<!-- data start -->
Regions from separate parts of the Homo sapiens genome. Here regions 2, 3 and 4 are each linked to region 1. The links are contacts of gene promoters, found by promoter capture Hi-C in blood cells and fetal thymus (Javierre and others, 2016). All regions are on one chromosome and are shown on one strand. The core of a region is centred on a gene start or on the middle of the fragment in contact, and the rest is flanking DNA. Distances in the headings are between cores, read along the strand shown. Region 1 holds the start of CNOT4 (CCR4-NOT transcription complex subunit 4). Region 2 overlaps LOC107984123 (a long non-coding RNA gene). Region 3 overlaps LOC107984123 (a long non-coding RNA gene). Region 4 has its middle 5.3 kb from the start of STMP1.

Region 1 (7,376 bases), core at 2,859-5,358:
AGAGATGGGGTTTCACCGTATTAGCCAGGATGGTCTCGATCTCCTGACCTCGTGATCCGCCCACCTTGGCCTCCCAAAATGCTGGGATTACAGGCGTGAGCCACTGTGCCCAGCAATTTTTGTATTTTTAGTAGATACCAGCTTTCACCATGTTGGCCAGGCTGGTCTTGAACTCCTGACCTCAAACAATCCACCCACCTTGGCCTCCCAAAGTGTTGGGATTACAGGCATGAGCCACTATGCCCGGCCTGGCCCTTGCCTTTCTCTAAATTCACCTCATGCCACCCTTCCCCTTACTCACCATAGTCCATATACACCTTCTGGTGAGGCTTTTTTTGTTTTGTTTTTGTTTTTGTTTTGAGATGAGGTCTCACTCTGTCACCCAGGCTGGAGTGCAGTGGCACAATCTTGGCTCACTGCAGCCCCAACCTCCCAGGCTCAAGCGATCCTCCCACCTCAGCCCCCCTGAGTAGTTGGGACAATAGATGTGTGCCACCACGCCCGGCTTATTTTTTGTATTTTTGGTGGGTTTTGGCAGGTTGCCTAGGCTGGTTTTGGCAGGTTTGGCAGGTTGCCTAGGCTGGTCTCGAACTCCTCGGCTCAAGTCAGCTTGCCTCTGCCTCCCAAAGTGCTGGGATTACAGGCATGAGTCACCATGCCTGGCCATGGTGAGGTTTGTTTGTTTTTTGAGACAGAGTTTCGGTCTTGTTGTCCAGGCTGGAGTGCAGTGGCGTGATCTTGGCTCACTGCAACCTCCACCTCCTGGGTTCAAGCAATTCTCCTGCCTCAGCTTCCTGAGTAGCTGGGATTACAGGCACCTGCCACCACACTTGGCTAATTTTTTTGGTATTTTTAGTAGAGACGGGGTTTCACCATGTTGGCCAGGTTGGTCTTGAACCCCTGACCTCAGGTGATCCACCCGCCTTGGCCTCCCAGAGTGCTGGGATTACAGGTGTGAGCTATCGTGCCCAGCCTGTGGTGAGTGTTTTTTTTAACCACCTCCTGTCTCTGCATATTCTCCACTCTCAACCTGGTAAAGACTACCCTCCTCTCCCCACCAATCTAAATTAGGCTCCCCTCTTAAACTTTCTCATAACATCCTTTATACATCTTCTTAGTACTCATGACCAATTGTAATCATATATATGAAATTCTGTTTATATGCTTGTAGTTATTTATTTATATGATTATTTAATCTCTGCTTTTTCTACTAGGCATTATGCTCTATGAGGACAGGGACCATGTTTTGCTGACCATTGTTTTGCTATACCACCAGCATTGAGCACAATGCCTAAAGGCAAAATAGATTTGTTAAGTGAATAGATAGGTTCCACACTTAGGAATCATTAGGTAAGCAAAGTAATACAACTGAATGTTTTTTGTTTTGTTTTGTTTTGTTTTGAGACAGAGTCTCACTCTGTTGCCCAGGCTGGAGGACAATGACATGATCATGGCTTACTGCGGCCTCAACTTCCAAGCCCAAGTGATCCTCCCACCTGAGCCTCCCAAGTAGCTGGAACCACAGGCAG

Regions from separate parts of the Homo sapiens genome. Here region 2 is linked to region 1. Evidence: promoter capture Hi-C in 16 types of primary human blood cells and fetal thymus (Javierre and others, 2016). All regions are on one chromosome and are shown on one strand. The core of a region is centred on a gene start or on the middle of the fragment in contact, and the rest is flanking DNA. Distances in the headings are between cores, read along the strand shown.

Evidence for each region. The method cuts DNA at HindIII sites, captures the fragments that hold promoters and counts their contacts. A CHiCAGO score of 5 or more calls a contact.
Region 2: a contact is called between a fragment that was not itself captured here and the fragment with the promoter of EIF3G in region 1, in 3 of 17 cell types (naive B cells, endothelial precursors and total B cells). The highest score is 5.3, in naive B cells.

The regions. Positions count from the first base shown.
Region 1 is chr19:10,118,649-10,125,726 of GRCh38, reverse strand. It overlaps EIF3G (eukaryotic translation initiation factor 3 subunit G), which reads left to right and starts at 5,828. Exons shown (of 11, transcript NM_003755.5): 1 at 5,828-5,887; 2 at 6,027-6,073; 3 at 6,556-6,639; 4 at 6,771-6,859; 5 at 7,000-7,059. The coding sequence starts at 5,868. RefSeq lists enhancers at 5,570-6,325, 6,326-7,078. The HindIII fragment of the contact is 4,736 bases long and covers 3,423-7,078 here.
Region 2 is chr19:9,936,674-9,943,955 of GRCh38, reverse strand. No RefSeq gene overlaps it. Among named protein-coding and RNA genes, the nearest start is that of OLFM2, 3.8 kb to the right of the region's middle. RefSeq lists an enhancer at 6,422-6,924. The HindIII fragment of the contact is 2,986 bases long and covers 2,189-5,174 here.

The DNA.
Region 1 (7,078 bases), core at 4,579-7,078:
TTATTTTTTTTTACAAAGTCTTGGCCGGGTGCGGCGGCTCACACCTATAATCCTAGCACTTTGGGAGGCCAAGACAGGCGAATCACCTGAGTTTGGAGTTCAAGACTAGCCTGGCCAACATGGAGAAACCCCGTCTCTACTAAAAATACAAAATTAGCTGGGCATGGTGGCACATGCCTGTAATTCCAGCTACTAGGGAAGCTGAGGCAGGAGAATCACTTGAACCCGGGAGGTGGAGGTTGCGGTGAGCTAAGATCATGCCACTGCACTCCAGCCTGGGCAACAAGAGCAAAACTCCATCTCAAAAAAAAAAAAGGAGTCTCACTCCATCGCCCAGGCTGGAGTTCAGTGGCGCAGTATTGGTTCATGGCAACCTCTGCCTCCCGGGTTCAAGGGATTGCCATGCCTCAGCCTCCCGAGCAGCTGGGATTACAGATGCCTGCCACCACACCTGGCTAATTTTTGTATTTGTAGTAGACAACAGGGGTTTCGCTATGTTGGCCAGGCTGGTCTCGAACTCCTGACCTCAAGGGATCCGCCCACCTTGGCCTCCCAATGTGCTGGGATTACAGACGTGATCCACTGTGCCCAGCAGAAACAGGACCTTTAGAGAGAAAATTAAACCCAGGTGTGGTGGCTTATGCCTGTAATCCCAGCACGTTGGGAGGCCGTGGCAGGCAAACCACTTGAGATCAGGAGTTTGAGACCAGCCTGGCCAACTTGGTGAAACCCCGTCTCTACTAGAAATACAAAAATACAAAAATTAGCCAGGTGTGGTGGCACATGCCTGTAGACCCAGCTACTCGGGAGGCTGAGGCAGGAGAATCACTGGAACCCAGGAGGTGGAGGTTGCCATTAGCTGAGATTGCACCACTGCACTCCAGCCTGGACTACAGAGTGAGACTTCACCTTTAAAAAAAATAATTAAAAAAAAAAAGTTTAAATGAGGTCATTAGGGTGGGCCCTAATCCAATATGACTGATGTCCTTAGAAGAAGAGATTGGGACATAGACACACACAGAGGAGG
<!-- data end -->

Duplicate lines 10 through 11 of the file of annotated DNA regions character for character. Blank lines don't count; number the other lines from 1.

The DNA.
Region 1 (7,078 bases), core at 4,579-7,078: